Under the old style, the rover had to do the bulk of the checking back. In baseball parlance, it was the duty of the rover to back up every play. He had to check any man who got away from his cover; in short, he had to assume the responsibility for any weak spots on his team. One thing that characterised a good rover was his ability to get goals off rebounds. Another way of putting it is that he almost had to play "inside home." He likewise had to go into the corner after stray pucks. He had to be an almost superhuman player. Every man in the history of hockey who made a name for himself as a rover had inhuman characteristics to a marked degree. Take for instance Rat Westwick, of the old Ottawa silver seven; Russell Bowie of the old Montreal Victorias; Lester Patrick, formerly of the Wanderers, Renfrew, and now of the Coast League; Pud Glass, of the Wanderers; the undying Newsy Lalonde; Si Griffis, of Rat Portage; Bruce Stuart of Ottawa and Wanderers; every one of these men were hockey machines, with the mechanical element eliminated and brains substituted.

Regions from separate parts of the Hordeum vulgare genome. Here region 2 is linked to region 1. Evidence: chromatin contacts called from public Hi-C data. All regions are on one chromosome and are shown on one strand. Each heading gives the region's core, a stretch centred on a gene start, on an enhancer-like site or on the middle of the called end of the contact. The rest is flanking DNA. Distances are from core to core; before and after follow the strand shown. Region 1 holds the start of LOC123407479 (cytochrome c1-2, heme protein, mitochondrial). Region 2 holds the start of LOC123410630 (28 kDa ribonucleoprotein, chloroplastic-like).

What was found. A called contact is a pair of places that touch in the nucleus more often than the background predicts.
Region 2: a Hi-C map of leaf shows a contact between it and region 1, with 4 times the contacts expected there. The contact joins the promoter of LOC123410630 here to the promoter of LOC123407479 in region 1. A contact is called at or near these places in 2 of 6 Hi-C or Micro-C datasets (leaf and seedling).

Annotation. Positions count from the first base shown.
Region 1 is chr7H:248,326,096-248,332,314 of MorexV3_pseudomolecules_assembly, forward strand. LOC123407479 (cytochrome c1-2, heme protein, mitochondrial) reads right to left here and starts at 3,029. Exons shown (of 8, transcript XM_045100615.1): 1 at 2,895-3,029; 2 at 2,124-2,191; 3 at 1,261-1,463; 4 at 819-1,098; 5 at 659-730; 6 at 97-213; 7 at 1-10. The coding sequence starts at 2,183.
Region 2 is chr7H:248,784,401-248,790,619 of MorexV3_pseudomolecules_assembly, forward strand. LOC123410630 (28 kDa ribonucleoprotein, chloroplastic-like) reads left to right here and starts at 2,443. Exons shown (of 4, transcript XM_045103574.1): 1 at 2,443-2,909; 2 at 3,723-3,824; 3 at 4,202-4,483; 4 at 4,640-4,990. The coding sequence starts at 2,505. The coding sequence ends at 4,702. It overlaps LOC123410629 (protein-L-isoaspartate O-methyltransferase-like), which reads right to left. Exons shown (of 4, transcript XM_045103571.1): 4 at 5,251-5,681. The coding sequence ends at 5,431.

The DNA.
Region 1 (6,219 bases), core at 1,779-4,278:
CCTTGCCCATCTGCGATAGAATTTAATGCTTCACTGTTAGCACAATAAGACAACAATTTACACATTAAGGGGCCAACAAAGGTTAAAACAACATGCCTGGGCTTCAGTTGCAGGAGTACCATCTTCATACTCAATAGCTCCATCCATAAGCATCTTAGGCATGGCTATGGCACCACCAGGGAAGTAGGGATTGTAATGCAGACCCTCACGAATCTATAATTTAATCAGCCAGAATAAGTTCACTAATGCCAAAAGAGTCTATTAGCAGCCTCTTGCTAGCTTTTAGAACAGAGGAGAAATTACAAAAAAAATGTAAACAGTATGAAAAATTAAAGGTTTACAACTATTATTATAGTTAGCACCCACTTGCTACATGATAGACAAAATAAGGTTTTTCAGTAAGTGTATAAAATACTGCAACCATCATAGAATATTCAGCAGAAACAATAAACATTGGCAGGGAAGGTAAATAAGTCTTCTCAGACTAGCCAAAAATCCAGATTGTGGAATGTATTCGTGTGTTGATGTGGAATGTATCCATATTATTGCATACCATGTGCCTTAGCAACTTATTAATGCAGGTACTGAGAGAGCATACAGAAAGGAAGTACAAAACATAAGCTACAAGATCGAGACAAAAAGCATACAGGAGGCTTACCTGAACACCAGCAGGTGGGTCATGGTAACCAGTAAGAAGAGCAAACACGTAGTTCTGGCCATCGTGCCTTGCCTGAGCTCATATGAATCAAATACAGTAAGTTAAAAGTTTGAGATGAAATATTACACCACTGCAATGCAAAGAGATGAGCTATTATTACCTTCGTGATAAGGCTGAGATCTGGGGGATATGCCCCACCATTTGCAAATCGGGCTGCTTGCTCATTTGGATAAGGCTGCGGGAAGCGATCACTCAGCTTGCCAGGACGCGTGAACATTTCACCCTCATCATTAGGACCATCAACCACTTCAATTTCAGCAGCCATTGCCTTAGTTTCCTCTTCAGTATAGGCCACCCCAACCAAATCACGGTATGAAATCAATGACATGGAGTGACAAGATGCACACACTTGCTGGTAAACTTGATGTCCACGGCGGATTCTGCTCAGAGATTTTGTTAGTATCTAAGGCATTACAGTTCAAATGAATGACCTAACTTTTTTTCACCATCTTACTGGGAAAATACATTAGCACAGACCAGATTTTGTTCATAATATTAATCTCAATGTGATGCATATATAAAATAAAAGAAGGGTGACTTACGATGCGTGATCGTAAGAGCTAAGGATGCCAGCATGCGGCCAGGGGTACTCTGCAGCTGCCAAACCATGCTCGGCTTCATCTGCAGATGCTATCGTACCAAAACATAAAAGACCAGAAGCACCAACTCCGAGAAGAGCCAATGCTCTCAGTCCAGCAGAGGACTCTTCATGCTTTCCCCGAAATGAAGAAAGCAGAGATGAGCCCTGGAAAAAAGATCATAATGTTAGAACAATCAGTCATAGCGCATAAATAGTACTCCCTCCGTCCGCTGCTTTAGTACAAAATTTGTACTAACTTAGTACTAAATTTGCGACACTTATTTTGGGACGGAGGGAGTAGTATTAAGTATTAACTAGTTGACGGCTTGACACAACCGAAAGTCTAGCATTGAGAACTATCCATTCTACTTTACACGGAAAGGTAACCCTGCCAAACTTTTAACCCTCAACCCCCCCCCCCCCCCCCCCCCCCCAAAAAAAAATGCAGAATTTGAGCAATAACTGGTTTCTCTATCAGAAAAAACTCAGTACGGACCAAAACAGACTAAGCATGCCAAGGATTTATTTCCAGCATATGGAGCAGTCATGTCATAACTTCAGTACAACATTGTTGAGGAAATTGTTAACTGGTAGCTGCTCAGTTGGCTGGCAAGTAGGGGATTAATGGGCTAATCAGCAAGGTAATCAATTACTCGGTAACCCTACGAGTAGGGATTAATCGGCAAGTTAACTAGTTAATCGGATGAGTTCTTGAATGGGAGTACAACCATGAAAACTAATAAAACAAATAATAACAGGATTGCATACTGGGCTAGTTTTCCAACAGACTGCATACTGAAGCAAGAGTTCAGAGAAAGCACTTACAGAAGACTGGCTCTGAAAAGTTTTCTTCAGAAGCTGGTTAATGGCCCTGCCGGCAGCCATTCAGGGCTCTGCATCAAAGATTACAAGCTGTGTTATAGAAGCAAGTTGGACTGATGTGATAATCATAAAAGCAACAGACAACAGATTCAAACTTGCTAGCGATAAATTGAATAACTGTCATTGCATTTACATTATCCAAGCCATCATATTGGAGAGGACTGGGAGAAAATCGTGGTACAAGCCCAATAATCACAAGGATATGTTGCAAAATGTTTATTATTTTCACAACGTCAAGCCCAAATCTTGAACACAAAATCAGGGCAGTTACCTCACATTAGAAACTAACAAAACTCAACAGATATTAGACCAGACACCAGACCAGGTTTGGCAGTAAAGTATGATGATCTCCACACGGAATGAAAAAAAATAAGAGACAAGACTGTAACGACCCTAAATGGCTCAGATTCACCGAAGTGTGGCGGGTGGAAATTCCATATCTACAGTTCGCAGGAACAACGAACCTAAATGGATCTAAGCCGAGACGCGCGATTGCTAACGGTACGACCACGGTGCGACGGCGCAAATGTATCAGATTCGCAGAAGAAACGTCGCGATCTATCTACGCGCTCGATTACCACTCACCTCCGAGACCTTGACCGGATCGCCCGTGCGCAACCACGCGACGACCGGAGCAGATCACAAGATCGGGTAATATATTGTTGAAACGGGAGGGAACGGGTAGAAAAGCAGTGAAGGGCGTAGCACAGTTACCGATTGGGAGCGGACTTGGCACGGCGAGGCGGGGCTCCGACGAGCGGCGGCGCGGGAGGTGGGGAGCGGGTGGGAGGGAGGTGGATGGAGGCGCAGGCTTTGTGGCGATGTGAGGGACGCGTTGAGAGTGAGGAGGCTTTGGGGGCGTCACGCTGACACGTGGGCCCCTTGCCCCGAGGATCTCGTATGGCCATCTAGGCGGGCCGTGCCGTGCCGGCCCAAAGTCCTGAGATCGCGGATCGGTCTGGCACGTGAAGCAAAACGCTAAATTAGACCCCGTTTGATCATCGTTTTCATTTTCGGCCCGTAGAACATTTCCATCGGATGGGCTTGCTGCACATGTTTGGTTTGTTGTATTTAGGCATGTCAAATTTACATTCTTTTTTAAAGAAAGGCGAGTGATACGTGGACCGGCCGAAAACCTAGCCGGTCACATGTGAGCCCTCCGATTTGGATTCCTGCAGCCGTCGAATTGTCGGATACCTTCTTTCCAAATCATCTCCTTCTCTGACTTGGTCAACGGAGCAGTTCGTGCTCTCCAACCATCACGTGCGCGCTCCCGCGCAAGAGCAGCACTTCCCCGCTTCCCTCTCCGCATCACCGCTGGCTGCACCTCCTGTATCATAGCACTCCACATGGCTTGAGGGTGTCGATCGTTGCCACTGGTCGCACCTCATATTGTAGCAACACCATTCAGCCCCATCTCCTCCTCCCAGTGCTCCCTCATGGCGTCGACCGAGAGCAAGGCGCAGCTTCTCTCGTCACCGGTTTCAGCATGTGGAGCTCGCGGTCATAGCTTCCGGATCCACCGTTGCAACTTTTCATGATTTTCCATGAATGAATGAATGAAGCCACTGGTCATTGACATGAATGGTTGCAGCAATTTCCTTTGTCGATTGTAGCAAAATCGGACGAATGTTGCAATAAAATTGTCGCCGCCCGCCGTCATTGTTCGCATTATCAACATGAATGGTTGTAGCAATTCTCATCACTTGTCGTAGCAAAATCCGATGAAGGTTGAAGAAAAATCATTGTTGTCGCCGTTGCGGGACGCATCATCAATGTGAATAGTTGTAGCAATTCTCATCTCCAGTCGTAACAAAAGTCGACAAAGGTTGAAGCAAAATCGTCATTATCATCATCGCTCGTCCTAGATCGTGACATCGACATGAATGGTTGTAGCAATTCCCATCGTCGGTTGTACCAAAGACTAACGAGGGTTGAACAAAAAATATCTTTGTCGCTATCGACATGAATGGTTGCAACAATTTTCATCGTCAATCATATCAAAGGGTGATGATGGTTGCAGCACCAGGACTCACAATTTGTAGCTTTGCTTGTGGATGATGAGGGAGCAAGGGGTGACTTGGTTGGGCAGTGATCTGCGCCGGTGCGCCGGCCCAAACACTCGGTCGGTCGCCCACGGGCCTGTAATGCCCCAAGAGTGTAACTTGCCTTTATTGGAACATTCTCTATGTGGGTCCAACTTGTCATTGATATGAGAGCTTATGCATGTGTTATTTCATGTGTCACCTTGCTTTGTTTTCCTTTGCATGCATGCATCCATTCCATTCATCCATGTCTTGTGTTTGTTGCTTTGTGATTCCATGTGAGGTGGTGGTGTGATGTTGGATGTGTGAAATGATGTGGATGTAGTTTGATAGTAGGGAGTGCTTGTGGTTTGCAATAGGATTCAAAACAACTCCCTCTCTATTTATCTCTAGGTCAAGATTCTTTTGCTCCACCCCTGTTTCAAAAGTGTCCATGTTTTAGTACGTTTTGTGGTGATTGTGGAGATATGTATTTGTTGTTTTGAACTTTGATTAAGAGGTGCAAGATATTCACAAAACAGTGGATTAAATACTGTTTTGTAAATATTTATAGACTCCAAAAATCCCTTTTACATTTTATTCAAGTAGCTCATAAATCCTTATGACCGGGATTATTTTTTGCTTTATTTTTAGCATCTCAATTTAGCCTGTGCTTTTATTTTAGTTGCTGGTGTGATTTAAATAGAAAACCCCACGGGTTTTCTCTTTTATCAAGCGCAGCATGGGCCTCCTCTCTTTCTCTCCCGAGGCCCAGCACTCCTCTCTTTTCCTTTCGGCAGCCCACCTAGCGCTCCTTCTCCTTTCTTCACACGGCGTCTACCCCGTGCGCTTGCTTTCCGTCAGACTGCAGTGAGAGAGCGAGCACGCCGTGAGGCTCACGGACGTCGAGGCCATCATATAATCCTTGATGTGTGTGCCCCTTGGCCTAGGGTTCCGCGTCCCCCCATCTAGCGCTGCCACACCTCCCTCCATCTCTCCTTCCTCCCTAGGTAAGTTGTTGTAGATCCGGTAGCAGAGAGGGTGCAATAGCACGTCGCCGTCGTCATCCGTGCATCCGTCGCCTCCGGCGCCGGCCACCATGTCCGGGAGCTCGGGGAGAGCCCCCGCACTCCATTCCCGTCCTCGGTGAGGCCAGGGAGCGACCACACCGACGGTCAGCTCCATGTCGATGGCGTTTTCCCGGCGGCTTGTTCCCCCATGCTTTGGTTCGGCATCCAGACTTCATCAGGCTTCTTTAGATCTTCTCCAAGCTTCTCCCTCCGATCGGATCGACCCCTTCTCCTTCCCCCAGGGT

Not sure what to make of it, most of what is said fits with what is said elsewhere of Westwick. And he was named first among rovers. But it's always hard to attribute when it's indirect.
When I look at what I've read, I get the impression that Westwick was an all-round support guy. He was Ottawa's best defensive forward (rovers are typically described as part of the forward corps.) but less important to the defence than Pulford. He could score, but McGee and Smith scored more, and when Westwick was the man, Ottawa was worse for it. He could lead, but only when Smith was elsewhere. He's a team first guy with an incredible motor. A prototypical little man with a big heart.
Every post comes with the Nalyd Psycho Seal of Approval.
- 5'9, 170 lbs
- Member of the HHOF (1962)
- Stanley Cup (1907, 1908, 1910)
- Retro Vezina Trophy (1907*, 1909*, 1910*)
- Four Other League Titles (1902-WPHL, 1904-USPro, 1905-IHL, 1906-IHL)
- Five-Time Postseason All-Star (1902-WPHL, 1905-INL, 1906-IHL, 1907-ECAHA, 1909-ECAHA)
- Led his league in GAA six times (1904-US/World Pro, 1905-IHL, 1907-ECAHA, 1909-ECAHA)
- 97-43-2 in 142 recorded regular season pro games (3.88 GAA)
- 10-4 in 14 Stanley Cup Games (3.86 GAA)
If you consider leading your league in GAA, being an all-star, or winning the Stanley Cup or league championship a "significant" season, then Hern had 8 significant seasons in 9 years from 1902-1910!